Empowering the NIST Cybersecurity Framework with Cyber Insurance — and Vice Versa

Rick Tracy
Rick Tracy
April 13, 2016 • 5 min read

The National Institute of Standards and Technology (NIST) hosted a workshop April 5-7 on the NIST Cybersecurity Framework (CSF).  The workshop allowed industry representatives to provide the collaborative input needed to improve the use and utility of the CSF.

There were about 900 registrants from various industry sectors, including international representation — the largest event NIST has ever hosted.  The turnout for this event and the extensive interaction among all of the participants show that the CSF has changed the nature of cyber risk management in a positive way.

One of the highlights of this workshop was the panel discussion on cyber liability insurance and how insurance companies are using the CSF to help better understand and underwrite cyber risk. The panel, moderated by Matt Shabat with the DHS Office of Cybersecurity and Communications, consisted of:

  • Erica Davis, Zurich Insurance NA
  • Tom Finan, Ark Network Security Solutions
  • Ryan Gibney, Lockton
  • Steve Horvath, Telos Corporation
  • Marcin Weryk, XL Catlin Insurance

Early in the session, the panel discussed whether they are now any better able to glean from their customers the information they need about their cyber security posture.  The panelists confirmed that they can get more information today than in the past, with the CSF helping in that effort.

Erica Davis with Zurich Insurance said that a security engineer walks the customer through each of the five steps of the CSF to ensure everyone involved understands its requirements and expectations.  She also described the thorough underwriting meetings her firm holds with all insurers involved in a cyber insurance policy.

The panelists also agreed that one of the key benefits of the CSF is that it provides a common vocabulary for risks and controls, facilitating deeper cyber risk conversations among brokers, underwriters, and companies who are seeking cyber coverage.  The CSF helps to break down siloes within companies and helps security and risk specialists to communicate with the C-suite and board room in a “business-friendly” way.

Underwriting the “Security Culture” of an Organization

Marcin Weryk with XL Catlin Insurance further observed that the CSF has allowed insurance companies to move beyond just looking at IT risks, allowing them to underwrite the “security culture” of an organization.  Tom Finan with Ark NSS suggested four things that help to create a more effective risk culture: (1) executive leadership; (2) education and awareness; (3) role of technology and (4) information sharing.

The notion of security culture is very important, as managing cyber risk is not strictly limited to IT. Panelist Ryan Gibney with Lockton noted that a holistic approach to risk management encompasses people and processes as well as technology.

In fact, about 75 percent of NIST security controls are non-technical in nature.  The CSF actually addresses a broad set of issues beyond technical security controls that can contribute to the accumulation of cyber risk, such as roles and responsibilities, awareness and training, security process and procedures, incident response and recovery planning, and communication.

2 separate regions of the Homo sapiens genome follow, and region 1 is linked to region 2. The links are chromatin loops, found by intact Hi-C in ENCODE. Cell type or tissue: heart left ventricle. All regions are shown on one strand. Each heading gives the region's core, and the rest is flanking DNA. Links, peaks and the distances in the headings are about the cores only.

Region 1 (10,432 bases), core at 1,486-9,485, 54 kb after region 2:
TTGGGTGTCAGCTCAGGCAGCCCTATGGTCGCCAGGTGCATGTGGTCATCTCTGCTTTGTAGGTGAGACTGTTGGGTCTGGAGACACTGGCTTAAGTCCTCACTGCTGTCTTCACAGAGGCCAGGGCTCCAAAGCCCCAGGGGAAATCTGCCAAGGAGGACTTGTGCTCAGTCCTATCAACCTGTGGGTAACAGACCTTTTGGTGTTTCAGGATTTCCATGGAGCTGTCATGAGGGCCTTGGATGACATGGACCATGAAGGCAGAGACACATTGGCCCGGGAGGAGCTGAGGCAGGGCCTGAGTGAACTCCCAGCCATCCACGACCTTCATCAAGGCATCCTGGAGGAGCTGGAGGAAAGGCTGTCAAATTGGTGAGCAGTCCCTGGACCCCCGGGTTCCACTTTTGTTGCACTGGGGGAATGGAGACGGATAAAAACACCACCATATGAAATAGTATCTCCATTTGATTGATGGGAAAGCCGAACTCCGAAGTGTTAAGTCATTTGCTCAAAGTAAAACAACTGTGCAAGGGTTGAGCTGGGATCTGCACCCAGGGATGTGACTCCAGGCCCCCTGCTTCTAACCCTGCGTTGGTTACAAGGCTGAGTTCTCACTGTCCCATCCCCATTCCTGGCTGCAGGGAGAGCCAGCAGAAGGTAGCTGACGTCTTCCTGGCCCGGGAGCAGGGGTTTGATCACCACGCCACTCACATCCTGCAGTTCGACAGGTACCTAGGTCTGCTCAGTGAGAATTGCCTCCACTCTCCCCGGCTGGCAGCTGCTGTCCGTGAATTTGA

A Common Framework Leads to Better Insurance Products and Pricing

The panel also acknowledged that the CSF allows cyber insurance underwriters to put out better products and price them with greater precision.  For example, the panel discussed the challenges of rating customers and pricing policies in the absence of historical actuarial data concerning cyber-related events.

Calling the CSF “a Rosetta Stone for talking about risk,” our own Steve Horvath noted that the CSF supports the development of a common frame of reference for sharing and analyzing claims data in order to create actuarial tables for cyber liability policies.  That opinion comports with the U.S. Department of Treasury’s position that “adoption of the Framework could lead to the creation of more standardized information-sharing practices and policies,” helping organizations to more effectively mitigate cyberthreats and improve the ability of insurers to price and underwrite cybersecurity policies.

Cyber Insurance: An Incentive for Adopting the CSF

One concern often expressed about the CSF is that its use in industry is voluntary.  The panel observed that cyber insurance creates incentives for organizations across industry sectors to adopt the CSF, echoing comments from the U.S. Commerce Department that cyber insurance “may be an effective, market-driven way of increasing cybersecurity because it can…encourage the adoption of best practices.”

With the CSF in place, enterprises can also better determine cyber security budgetary priorities at the micro and macro level so they can move from their current security posture to their target profile.  They can also move beyond “static” measurement to a more continuous way to monitor and improve risk with improved data sharing.

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Cyber insurance and the NIST Cybersecurity Framework have a symbiotic relationship, in which one enables and reinforces the other.  Solutions and services from companies like Telos support companies that need to adhere to the CSF in order to assess and attest to their current security profiles; facilitate internal communication “from the server room to the board room;” justify and prioritize budget decisions; and continually monitor progress towards targeted goals.   The rewards are lower premiums and lower risks for an improved security posture.

Rick Tracy
Rick Tracy
Former Senior VP and Chief Security Officer
Rick Tracy is the former senior vice president and chief security officer at Telos Corporation.
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